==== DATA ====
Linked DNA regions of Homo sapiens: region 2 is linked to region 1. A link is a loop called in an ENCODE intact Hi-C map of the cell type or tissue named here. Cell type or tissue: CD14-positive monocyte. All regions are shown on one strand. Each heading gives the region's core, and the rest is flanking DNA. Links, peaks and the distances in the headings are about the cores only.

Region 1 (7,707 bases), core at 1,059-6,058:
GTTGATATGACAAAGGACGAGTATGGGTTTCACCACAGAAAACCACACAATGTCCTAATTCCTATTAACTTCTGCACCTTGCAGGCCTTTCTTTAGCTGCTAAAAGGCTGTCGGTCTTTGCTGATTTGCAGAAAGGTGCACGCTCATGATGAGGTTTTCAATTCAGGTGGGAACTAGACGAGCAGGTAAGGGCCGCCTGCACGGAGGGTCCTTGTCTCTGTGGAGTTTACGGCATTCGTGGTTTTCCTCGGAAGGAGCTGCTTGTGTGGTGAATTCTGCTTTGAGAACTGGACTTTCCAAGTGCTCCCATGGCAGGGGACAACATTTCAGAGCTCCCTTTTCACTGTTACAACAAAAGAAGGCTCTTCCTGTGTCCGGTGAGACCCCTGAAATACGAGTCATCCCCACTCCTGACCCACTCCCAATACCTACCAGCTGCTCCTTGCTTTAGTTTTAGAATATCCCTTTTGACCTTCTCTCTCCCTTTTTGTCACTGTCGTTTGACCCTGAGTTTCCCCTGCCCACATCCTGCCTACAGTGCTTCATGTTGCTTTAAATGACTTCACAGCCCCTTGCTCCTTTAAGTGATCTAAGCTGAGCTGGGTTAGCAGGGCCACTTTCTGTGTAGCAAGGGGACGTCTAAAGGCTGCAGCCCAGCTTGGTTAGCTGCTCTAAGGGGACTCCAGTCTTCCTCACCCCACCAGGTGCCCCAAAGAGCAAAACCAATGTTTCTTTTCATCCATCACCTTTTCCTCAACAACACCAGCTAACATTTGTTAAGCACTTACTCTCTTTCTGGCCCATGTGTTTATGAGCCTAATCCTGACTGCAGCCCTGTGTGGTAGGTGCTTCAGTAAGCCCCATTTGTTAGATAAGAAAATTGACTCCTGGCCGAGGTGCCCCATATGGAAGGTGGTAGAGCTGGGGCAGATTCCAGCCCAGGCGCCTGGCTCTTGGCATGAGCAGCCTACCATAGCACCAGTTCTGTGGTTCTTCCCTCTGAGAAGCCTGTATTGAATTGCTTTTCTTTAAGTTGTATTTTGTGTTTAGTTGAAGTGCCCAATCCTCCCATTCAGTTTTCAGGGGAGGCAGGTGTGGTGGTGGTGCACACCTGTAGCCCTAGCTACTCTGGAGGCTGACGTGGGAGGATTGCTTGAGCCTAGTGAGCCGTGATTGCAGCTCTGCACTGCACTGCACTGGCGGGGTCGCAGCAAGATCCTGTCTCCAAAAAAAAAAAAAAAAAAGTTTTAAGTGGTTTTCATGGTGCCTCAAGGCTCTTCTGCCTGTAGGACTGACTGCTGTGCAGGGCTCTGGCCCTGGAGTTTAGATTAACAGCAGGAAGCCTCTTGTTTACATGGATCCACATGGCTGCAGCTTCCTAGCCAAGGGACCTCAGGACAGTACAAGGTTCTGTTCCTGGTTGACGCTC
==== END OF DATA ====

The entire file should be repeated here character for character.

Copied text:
Linked DNA regions of Homo sapiens: region 2 is linked to region 1. A link is a loop called in an ENCODE intact Hi-C map of the cell type or tissue named here. Cell type or tissue: CD14-positive monocyte. All regions are shown on one strand. Each heading gives the region's core, and the rest is flanking DNA. Links, peaks and the distances in the headings are about the cores only.

Region 1 (7,707 bases), core at 1,059-6,058:
GTTGATATGACAAAGGACGAGTATGGGTTTCACCACAGAAAACCACACAATGTCCTAATTCCTATTAACTTCTGCACCTTGCAGGCCTTTCTTTAGCTGCTAAAAGGCTGTCGGTCTTTGCTGATTTGCAGAAAGGTGCACGCTCATGATGAGGTTTTCAATTCAGGTGGGAACTAGACGAGCAGGTAAGGGCCGCCTGCACGGAGGGTCCTTGTCTCTGTGGAGTTTACGGCATTCGTGGTTTTCCTCGGAAGGAGCTGCTTGTGTGGTGAATTCTGCTTTGAGAACTGGACTTTCCAAGTGCTCCCATGGCAGGGGACAACATTTCAGAGCTCCCTTTTCACTGTTACAACAAAAGAAGGCTCTTCCTGTGTCCGGTGAGACCCCTGAAATACGAGTCATCCCCACTCCTGACCCACTCCCAATACCTACCAGCTGCTCCTTGCTTTAGTTTTAGAATATCCCTTTTGACCTTCTCTCTCCCTTTTTGTCACTGTCGTTTGACCCTGAGTTTCCCCTGCCCACATCCTGCCTACAGTGCTTCATGTTGCTTTAAATGACTTCACAGCCCCTTGCTCCTTTAAGTGATCTAAGCTGAGCTGGGTTAGCAGGGCCACTTTCTGTGTAGCAAGGGGACGTCTAAAGGCTGCAGCCCAGCTTGGTTAGCTGCTCTAAGGGGACTCCAGTCTTCCTCACCCCACCAGGTGCCCCAAAGAGCAAAACCAATGTTTCTTTTCATCCATCACCTTTTCCTCAACAACACCAGCTAACATTTGTTAAGCACTTACTCTCTTTCTGGCCCATGTGTTTATGAGCCTAATCCTGACTGCAGCCCTGTGTGGTAGGTGCTTCAGTAAGCCCCATTTGTTAGATAAGAAAATTGACTCCTGGCCGAGGTGCCCCATATGGAAGGTGGTAGAGCTGGGGCAGATTCCAGCCCAGGCGCCTGGCTCTTGGCATGAGCAGCCTACCATAGCACCAGTTCTGTGGTTCTTCCCTCTGAGAAGCCTGTATTGAATTGCTTTTCTTTAAGTTGTATTTTGTGTTTAGTTGAAGTGCCCAATCCTCCCATTCAGTTTTCAGGGGAGGCAGGTGTGGTGGTGGTGCACACCTGTAGCCCTAGCTACTCTGGAGGCTGACGTGGGAGGATTGCTTGAGCCTAGTGAGCCGTGATTGCAGCTCTGCACTGCACTGCACTGGCGGGGTCGCAGCAAGATCCTGTCTCCAAAAAAAAAAAAAAAAAAGTTTTAAGTGGTTTTCATGGTGCCTCAAGGCTCTTCTGCCTGTAGGACTGACTGCTGTGCAGGGCTCTGGCCCTGGAGTTTAGATTAACAGCAGGAAGCCTCTTGTTTACATGGATCCACATGGCTGCAGCTTCCTAGCCAAGGGACCTCAGGACAGTACAAGGTTCTGTTCCTGGTTGACGCTC